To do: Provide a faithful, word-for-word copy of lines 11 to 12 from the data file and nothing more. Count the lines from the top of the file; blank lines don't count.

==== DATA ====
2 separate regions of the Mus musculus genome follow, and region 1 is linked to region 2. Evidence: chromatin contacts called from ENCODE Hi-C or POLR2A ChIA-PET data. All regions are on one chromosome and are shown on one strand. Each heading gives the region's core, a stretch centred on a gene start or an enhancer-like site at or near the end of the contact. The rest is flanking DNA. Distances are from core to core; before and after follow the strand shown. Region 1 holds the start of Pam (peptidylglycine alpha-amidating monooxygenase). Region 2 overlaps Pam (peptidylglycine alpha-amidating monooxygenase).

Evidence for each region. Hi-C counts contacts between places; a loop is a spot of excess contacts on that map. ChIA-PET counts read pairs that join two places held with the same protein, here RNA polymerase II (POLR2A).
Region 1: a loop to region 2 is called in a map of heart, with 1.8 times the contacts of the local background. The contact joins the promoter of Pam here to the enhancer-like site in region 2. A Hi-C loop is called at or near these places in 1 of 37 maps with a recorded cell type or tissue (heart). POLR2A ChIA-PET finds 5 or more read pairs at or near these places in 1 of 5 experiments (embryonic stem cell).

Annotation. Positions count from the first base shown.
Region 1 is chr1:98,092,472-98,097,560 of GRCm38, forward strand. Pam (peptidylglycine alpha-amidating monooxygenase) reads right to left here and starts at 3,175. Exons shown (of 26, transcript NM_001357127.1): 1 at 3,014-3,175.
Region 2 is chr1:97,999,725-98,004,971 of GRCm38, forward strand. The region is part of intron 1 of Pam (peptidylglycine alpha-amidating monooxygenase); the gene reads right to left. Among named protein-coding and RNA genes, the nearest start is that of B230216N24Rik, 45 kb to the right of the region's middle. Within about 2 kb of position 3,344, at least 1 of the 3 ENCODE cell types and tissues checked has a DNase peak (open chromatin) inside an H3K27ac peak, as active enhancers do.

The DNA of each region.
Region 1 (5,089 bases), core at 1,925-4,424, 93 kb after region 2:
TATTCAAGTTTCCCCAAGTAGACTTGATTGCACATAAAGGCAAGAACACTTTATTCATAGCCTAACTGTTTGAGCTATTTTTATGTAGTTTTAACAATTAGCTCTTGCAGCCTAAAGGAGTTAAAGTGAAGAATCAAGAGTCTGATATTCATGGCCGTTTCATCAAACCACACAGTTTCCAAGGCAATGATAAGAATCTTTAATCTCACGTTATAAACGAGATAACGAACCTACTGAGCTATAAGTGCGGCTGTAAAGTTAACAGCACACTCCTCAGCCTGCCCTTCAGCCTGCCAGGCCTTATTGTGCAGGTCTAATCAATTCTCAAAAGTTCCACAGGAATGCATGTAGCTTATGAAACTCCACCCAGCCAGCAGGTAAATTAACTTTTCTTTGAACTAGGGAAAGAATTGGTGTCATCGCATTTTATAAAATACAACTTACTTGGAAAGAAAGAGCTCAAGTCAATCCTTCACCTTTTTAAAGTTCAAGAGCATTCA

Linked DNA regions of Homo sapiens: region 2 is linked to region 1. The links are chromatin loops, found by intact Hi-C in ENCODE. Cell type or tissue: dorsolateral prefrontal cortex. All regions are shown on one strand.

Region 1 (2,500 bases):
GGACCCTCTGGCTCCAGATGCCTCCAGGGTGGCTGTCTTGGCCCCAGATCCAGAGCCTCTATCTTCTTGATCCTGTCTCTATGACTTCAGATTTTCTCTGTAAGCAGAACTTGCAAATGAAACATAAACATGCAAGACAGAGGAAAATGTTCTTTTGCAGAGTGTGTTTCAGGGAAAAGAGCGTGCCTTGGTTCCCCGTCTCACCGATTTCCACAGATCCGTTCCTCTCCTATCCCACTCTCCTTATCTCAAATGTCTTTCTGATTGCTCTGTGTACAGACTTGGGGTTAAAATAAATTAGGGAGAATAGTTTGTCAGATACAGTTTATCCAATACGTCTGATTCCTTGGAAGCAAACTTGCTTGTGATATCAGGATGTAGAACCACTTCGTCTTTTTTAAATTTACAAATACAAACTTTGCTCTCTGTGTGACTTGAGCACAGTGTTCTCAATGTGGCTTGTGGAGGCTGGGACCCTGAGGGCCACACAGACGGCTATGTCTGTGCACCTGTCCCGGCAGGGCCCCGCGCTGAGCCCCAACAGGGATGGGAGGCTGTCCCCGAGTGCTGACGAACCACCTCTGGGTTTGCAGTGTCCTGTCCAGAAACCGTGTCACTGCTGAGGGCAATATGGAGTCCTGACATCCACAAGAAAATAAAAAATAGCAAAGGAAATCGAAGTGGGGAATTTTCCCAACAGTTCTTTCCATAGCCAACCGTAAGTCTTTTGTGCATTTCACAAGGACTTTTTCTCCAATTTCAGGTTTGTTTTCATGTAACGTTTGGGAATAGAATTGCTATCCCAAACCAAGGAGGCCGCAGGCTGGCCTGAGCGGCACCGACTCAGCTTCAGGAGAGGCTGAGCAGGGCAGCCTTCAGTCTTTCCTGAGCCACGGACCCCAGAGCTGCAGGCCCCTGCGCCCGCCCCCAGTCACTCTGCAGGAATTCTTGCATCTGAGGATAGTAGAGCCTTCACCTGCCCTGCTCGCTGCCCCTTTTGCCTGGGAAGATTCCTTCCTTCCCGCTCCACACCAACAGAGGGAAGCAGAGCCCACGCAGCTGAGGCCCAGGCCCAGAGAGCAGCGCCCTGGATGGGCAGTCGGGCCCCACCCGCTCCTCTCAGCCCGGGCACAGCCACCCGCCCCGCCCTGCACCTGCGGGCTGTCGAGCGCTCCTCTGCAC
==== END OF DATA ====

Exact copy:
Region 1 (2,500 bases):
GGACCCTCTGGCTCCAGATGCCTCCAGGGTGGCTGTCTTGGCCCCAGATCCAGAGCCTCTATCTTCTTGATCCTGTCTCTATGACTTCAGATTTTCTCTGTAAGCAGAACTTGCAAATGAAACATAAACATGCAAGACAGAGGAAAATGTTCTTTTGCAGAGTGTGTTTCAGGGAAAAGAGCGTGCCTTGGTTCCCCGTCTCACCGATTTCCACAGATCCGTTCCTCTCCTATCCCACTCTCCTTATCTCAAATGTCTTTCTGATTGCTCTGTGTACAGACTTGGGGTTAAAATAAATTAGGGAGAATAGTTTGTCAGATACAGTTTATCCAATACGTCTGATTCCTTGGAAGCAAACTTGCTTGTGATATCAGGATGTAGAACCACTTCGTCTTTTTTAAATTTACAAATACAAACTTTGCTCTCTGTGTGACTTGAGCACAGTGTTCTCAATGTGGCTTGTGGAGGCTGGGACCCTGAGGGCCACACAGACGGCTATGTCTGTGCACCTGTCCCGGCAGGGCCCCGCGCTGAGCCCCAACAGGGATGGGAGGCTGTCCCCGAGTGCTGACGAACCACCTCTGGGTTTGCAGTGTCCTGTCCAGAAACCGTGTCACTGCTGAGGGCAATATGGAGTCCTGACATCCACAAGAAAATAAAAAATAGCAAAGGAAATCGAAGTGGGGAATTTTCCCAACAGTTCTTTCCATAGCCAACCGTAAGTCTTTTGTGCATTTCACAAGGACTTTTTCTCCAATTTCAGGTTTGTTTTCATGTAACGTTTGGGAATAGAATTGCTATCCCAAACCAAGGAGGCCGCAGGCTGGCCTGAGCGGCACCGACTCAGCTTCAGGAGAGGCTGAGCAGGGCAGCCTTCAGTCTTTCCTGAGCCACGGACCCCAGAGCTGCAGGCCCCTGCGCCCGCCCCCAGTCACTCTGCAGGAATTCTTGCATCTGAGGATAGTAGAGCCTTCACCTGCCCTGCTCGCTGCCCCTTTTGCCTGGGAAGATTCCTTCCTTCCCGCTCCACACCAACAGAGGGAAGCAGAGCCCACGCAGCTGAGGCCCAGGCCCAGAGAGCAGCGCCCTGGATGGGCAGTCGGGCCCCACCCGCTCCTCTCAGCCCGGGCACAGCCACCCGCCCCGCCCTGCACCTGCGGGCTGTCGAGCGCTCCTCTGCAC